Friday night, Jeff and I got to see The Chieftains. If you do not know The Chieftains, first let me say that I’m sorry you do not and you should immediately go and find them on Google or Youtube. In reality, I know they do not suit everyone and that’s okay. You are entitled to your opinion.
I do not know when I first heard The Chieftains’ music. It must have been in college because I wasn’t allowed to listen to anything but country at home. When my sister and I lived in California in 2001, we had the opportunity to go and see this amazing group. I said at the time that I would see them again if I ever had the opportunity and I would pay whatever amount of money necessary to do so. That is a bit of an overstatement, but they fill me with a delight I am not sure I can describe.
As with all music, the sound is often what greets you first. If I were an audiologist, or some specialist in sound, I could walk you through the complex interactions of notes, music, nerves, brain processes and other feelings that make the experience of music so amazing. All I can describe for you is my experience of music, and particularly, music from The Chieftains.
The stage was small, and we were not far from the stage. The group of musicians enter, there were seven to eight of them on stage at once. The music starts. It enters my ears, as one would expect, but after that, it becomes an experience that differs greatly from most other musical experiences I have ever had. After my ears, the music goes right to my heart. It causes it to swell and float. I suddenly know how the Grinch felt when his heart grew three sizes. My heart expands and in the process, pulls open the rest of my senses. The music plays around in my brain, and tickles my sinuses, pushing me to the brink of tears. Then it moves again and flutters at the back of my eyes. This time, it pushes out the tears that have already formed. Then it jumps back to my heart and snags the attention of my soul, which then does its own little dance.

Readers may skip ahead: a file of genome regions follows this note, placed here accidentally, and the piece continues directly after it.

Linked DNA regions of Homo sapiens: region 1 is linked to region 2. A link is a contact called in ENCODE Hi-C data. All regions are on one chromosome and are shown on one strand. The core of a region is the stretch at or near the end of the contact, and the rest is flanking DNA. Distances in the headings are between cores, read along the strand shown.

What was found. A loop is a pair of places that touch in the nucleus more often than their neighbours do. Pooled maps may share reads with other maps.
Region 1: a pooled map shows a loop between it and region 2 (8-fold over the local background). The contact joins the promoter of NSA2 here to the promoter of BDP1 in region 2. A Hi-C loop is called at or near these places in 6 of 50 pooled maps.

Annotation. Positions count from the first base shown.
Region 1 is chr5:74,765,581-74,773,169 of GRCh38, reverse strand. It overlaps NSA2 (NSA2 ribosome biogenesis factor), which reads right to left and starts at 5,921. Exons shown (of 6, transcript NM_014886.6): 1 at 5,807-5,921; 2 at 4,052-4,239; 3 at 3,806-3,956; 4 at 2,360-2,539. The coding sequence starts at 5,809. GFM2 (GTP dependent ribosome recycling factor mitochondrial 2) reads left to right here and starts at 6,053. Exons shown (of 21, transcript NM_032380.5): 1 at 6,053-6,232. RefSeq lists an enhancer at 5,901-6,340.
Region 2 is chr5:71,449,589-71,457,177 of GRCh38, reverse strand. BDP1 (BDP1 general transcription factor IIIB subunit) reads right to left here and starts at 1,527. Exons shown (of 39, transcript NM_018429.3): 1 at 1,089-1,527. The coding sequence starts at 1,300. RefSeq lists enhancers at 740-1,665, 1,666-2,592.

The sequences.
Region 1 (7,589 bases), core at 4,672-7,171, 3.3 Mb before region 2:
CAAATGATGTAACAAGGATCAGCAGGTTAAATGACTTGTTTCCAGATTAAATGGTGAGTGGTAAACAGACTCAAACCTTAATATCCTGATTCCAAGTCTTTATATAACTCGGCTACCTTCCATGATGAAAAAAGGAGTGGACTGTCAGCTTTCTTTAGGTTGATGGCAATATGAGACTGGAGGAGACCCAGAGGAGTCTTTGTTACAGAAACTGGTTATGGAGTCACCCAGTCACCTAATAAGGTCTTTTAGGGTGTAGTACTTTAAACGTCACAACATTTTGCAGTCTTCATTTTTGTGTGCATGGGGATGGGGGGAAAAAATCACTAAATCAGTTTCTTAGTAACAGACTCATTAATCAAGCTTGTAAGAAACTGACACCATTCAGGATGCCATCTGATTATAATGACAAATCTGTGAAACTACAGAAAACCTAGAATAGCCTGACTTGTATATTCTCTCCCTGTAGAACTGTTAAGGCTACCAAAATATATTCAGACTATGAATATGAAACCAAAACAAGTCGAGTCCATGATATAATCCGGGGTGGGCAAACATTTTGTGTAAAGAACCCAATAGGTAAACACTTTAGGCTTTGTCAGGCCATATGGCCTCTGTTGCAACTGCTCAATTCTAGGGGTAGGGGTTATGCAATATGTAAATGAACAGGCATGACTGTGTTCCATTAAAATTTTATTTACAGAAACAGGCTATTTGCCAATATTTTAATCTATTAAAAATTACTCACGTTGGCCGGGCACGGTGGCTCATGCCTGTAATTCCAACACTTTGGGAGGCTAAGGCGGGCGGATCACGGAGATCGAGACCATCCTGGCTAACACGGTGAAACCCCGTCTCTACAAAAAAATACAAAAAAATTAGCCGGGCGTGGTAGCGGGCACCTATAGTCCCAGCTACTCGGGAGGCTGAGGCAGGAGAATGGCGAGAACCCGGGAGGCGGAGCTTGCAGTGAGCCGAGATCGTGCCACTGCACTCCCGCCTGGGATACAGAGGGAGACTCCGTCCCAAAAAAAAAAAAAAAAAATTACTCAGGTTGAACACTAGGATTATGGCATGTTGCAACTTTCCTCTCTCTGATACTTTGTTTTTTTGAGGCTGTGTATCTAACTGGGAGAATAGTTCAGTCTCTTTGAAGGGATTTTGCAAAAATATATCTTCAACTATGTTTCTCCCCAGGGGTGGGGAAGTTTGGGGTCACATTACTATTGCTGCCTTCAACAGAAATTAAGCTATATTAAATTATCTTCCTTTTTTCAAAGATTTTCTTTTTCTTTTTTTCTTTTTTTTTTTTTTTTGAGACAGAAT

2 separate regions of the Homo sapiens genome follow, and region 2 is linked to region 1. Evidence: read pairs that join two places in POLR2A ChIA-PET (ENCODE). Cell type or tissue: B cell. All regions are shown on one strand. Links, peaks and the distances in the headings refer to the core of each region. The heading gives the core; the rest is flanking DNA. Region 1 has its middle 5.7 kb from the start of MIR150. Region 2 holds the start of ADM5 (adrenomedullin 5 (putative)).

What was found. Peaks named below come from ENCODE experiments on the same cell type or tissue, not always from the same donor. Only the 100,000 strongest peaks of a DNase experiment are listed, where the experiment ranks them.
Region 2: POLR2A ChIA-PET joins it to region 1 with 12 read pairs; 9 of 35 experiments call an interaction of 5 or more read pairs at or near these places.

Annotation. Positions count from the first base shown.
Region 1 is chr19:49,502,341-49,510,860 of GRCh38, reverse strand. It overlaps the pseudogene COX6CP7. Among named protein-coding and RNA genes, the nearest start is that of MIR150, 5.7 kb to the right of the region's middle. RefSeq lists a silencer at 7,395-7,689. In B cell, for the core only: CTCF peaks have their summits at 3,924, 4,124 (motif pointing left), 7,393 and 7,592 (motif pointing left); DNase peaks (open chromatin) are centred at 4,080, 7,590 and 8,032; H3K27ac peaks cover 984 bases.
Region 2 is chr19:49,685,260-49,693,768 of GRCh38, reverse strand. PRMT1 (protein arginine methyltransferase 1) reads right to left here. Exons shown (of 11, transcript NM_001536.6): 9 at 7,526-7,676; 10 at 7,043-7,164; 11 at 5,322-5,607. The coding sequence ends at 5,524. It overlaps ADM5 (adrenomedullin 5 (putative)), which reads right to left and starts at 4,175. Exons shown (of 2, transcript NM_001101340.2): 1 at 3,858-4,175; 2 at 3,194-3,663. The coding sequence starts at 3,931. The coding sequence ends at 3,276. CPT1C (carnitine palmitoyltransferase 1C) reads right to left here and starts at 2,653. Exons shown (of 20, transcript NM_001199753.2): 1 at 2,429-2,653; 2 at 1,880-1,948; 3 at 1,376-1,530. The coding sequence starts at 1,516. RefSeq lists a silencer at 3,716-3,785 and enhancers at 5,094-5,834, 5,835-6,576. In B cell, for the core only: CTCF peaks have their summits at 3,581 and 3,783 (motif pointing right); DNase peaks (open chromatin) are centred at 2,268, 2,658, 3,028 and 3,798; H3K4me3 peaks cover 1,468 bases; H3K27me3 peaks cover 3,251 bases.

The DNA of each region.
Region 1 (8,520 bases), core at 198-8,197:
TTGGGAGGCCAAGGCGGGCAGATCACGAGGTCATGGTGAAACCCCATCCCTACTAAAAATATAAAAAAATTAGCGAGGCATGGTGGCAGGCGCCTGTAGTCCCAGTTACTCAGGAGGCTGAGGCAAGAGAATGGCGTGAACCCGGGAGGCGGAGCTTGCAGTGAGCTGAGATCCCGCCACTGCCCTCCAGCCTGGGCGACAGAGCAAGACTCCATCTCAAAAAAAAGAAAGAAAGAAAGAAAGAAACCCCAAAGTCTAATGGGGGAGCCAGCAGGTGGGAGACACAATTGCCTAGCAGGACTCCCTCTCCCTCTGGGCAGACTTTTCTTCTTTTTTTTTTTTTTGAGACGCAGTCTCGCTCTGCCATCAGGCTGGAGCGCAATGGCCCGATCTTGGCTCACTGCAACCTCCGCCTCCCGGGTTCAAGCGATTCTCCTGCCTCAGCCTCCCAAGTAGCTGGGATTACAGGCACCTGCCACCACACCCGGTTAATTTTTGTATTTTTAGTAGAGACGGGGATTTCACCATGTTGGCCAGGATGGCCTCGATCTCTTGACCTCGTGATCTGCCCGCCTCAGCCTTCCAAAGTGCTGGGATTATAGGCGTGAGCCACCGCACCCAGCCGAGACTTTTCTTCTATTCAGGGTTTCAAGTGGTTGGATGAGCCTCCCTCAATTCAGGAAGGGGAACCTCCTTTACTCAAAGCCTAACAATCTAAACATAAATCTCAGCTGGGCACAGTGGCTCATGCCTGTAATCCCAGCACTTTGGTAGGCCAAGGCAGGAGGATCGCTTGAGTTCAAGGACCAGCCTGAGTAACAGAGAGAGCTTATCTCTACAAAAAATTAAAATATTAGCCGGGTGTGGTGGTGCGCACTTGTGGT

The songs are not always sad. They were often in a language I do not understand. Some of them, I’m sure if I understood, would be hilariously funny, just because of the tone in which they are done. And some are sad. They are songs of war and loss and home.
The original members of this group are getting physically old. The four members who have been together the longest, Paddy Moloney, Seán Keane, Kevin Conneff, and Matt Molloy have an impressive 52 year history together. Actually, the group has been around since 1962. Only Paddy Moloney is original to the group. Their spirits, however, still soar with their music.
I think this description of my experience pales in comparison to what it actually was like. I’ve written before that I’m doing some genealogical work. I think this is what I’m looking for – I’m looking for my link to a place that feels like home, where my spirit sings in the great chorus of the ages.
The Chieftains are friends with American astronaut, Catherine Coleman and she borrowed a flute and tin whistle from them and took them to the International Space Station. This video is not the same one we saw Friday night, but it is still amazing. I hope you find it interesting, if nothing else. Imagine, a small tiny whistle and a 100 year old flute going all the way to space.
I would love to hear about the music or places that make your soul soar.